Kushiel's Dart
Jacqueline Carey
Tor, 2001

When I first picked up the book I noticed that Robert Jordan has a blurb quoted on the cover: "A very sophisticated fantasy, intricately plotted and a fascinating read." Jordan, like many fantasy authors, writes what amounts to a thinly disguised imitation of Tolkien's Lord of the Rings. (Although I do enjoy the story.) Carey's fantasy world, on the other hand, makes no nods to Tolkien. There are no elves or dwarves. There is no easily identifyable Lord of Evil. The world of Kushiel's Dart is strongly reminiscent of Charlemagne's Frankish Empire. There is a new religion, a wonderful piece of heretical fantasy springing from the stories of Christianity's origins, and much of her fantasy world revolves around these new gods and goddesses.

Carey uses archaic names which may evoke places in the real world. Tiberium (for Rome's Tiber River) instead of Rome. Cruithne, the Picts' name for themselves. Alba, the Scots' name for their kingdom. Skaldi for people of northern Europe (skald was what the Norse called a bard). These names add a kind of exotic authenticity, but that's where the similarities end.

Her world's history passed differently: Rome never had a foothold in Britain, for example. A Pictish king drove out the Romans, which is why the Picts rule the island at the time of the story. A mysterious Master of the Straits magically prevents ships from crossing between Alba and the mainland, which makes both war and alliances nearly impossible. It is against this backdrop that Carey's story takes place.

What makes this story "very sophisticated" may well be its subject matter.

Phèdre was sold by her parents to a house of prostitution as a sacred sex slave1. She ends up with a wealthy owner, Anafiel Delauney. Delauney is a kind and scrupulous man, who educates her in the ways of courtly intrigue. Phèdre's peculiar desire for pain, combined with her training as a courtesan, allow her to assist Delauney in unraveling a deadly secret.

This is no bodice ripper, though. Phèdre's story is written as a personal account, with all the intimacy of a confessional. When I realized that Phèdre would be the victim of repeated sexual torture, I wondered if I could stomach the book (sado-masochism is most decidedly not my bag), but those passages are not too ornerous. However, the book is definitely not for younger readers. Carey does not mince words when it comes to describing Phèdre's peculiar vocation.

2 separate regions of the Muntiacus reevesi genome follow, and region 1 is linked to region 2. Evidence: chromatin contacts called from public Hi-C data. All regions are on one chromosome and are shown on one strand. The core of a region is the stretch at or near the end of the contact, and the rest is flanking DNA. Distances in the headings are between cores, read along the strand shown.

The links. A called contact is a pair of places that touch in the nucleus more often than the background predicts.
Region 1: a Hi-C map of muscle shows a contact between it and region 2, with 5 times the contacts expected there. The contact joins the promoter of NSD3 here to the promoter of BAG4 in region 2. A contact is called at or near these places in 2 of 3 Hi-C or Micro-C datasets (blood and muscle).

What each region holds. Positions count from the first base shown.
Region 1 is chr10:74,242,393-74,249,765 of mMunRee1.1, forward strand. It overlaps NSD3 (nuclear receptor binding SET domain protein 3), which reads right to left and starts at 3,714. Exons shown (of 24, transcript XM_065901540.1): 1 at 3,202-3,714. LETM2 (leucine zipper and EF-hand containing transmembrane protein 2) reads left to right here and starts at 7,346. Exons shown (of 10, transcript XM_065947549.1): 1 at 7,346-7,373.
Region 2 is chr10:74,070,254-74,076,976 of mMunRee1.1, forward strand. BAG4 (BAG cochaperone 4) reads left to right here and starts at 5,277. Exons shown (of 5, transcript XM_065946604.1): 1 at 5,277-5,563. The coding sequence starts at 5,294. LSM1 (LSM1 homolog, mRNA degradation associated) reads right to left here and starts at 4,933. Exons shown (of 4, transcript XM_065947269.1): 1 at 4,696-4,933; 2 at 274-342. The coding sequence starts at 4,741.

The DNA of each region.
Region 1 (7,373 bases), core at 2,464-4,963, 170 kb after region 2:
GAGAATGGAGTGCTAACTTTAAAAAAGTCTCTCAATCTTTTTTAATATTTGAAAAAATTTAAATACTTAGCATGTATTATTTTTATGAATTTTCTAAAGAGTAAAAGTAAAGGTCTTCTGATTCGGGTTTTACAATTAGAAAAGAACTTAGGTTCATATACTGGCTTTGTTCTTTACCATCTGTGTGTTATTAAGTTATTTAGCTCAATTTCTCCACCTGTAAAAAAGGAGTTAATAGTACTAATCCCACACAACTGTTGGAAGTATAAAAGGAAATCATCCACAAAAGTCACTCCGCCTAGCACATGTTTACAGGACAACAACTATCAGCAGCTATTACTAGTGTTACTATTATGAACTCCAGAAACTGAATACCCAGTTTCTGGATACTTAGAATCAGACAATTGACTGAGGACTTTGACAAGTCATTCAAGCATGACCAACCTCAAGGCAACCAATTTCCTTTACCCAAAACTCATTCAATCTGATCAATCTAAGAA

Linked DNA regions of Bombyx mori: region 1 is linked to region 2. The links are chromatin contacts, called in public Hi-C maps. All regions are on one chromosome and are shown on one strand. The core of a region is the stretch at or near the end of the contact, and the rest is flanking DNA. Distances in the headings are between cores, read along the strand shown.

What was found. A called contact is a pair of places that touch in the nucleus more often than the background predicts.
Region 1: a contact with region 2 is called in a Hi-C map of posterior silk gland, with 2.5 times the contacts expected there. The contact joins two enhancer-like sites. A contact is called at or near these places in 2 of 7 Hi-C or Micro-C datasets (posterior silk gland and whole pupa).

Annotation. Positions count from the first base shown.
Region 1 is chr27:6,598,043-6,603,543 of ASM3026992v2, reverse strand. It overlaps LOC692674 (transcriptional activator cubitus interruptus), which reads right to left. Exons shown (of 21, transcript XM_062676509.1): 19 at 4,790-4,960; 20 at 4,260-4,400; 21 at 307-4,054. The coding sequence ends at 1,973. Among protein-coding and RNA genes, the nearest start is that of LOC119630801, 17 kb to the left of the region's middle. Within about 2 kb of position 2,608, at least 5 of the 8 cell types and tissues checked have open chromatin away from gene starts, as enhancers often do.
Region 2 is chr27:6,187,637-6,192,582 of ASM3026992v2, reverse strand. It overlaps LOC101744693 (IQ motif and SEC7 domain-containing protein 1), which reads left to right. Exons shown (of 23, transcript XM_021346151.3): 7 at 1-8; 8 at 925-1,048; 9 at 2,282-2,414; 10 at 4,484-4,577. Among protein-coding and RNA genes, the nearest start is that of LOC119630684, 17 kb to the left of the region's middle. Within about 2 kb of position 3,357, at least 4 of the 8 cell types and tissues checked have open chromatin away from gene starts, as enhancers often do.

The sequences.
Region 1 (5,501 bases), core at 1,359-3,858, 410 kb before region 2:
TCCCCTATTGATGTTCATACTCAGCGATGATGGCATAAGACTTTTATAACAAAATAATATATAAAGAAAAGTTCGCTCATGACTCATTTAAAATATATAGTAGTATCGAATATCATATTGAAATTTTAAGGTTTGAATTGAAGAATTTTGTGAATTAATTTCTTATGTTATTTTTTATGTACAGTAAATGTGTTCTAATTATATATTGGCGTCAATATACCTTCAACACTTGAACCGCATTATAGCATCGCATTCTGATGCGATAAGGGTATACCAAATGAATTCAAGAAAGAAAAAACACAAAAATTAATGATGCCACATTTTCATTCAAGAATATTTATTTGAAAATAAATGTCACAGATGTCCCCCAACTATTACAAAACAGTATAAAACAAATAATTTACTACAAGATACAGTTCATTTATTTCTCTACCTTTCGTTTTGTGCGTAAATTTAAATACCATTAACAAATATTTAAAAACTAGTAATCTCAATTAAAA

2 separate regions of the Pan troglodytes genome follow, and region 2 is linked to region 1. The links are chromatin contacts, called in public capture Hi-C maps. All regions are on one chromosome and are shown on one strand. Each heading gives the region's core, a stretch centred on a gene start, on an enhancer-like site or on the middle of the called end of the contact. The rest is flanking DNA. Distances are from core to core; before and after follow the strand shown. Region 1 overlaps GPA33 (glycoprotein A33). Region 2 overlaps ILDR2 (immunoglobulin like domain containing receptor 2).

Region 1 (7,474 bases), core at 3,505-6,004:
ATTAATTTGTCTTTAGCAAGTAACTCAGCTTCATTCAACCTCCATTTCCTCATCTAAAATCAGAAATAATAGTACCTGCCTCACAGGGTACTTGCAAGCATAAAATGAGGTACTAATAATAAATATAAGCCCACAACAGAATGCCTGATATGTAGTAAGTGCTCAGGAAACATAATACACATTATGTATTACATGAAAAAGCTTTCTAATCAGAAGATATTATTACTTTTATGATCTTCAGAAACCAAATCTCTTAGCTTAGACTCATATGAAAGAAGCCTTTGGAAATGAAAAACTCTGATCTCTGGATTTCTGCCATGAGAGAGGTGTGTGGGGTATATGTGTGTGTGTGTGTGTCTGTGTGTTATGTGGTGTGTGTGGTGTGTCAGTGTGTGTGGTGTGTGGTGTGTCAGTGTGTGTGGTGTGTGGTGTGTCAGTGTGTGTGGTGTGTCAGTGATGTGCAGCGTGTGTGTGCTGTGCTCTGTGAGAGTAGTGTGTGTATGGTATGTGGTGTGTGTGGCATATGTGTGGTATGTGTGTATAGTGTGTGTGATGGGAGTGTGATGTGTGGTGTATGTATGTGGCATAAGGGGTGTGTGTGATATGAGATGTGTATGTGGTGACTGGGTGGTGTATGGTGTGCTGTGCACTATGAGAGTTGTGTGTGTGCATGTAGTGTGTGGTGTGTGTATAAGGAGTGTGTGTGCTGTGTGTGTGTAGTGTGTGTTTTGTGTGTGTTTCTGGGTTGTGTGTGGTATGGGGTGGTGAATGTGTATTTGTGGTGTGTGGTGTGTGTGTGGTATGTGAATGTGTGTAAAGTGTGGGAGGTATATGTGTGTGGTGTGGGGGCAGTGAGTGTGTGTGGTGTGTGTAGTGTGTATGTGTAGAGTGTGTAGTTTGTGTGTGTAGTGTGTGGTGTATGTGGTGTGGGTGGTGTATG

It did get me to thinking: why can I even bear to read this story? We're talking about at least a dozen scenes that lovingly describe the use of whips, chains, scourges, even knives, all on Phèdre's helpless body!

Many fans of fantasy are aware of John Norman's "Gor" stories, a series of rather low fantasy aimed at pubescent boys' prurience. Norman's stories are misogynistic in the extreme: On Gor women are slaves as a matter of course, and they like it that way. When there is sex, it typically is described as rape, because that's how it's done. They are always the property of men - whichever man is man enough to capture them from their last owner. In all, it is an extremely objectionable series of books.

Carey, on the other hand, takes care to point up the differences between her story and that of a misogynist's rape fantasy. Phèdre's desire for pain is inborn, not conditioned. In fact, the desire is the titular mark of Kushiel, a deified angel that's responsible for punishing sinners in hell. Her assignations with her torturers are mostly entered into voluntarily. When she suffers without giving consent, it is a different matter, and it is not suffered gladly - regardless of the pleasure that she receives in the bargain. Beyond that she is very much her own woman, proud of her training, her abilities, and her divine mark. She is also not the only strong female character.

This difference is essential to make the story palatable.

In all, in spite of the objectionable nature of sexual torture, I found myself enjoying the story. There are well plotted intrigues, high adventure, and great plot twists. Carey's characters are interesting, complex, and sympathetic. She knows how to write a fight scene like few authors I've encountered, from duels to pitched battles. She also takes pains to give this violence a human face, to point out the consequences to the survivors. In high fantasy that is a rare and beautiful quality. This is intelligent fantasy. I wish there were more like it.

1. To be more precise, she's not just a sacred sex slave, but an indentured servant who is expected to work off her indenture as a courtesan. Since this work is dedicated to a goddess, it is also sacred. But calling her a sacred sex slave is quicker, and covers all the salient points.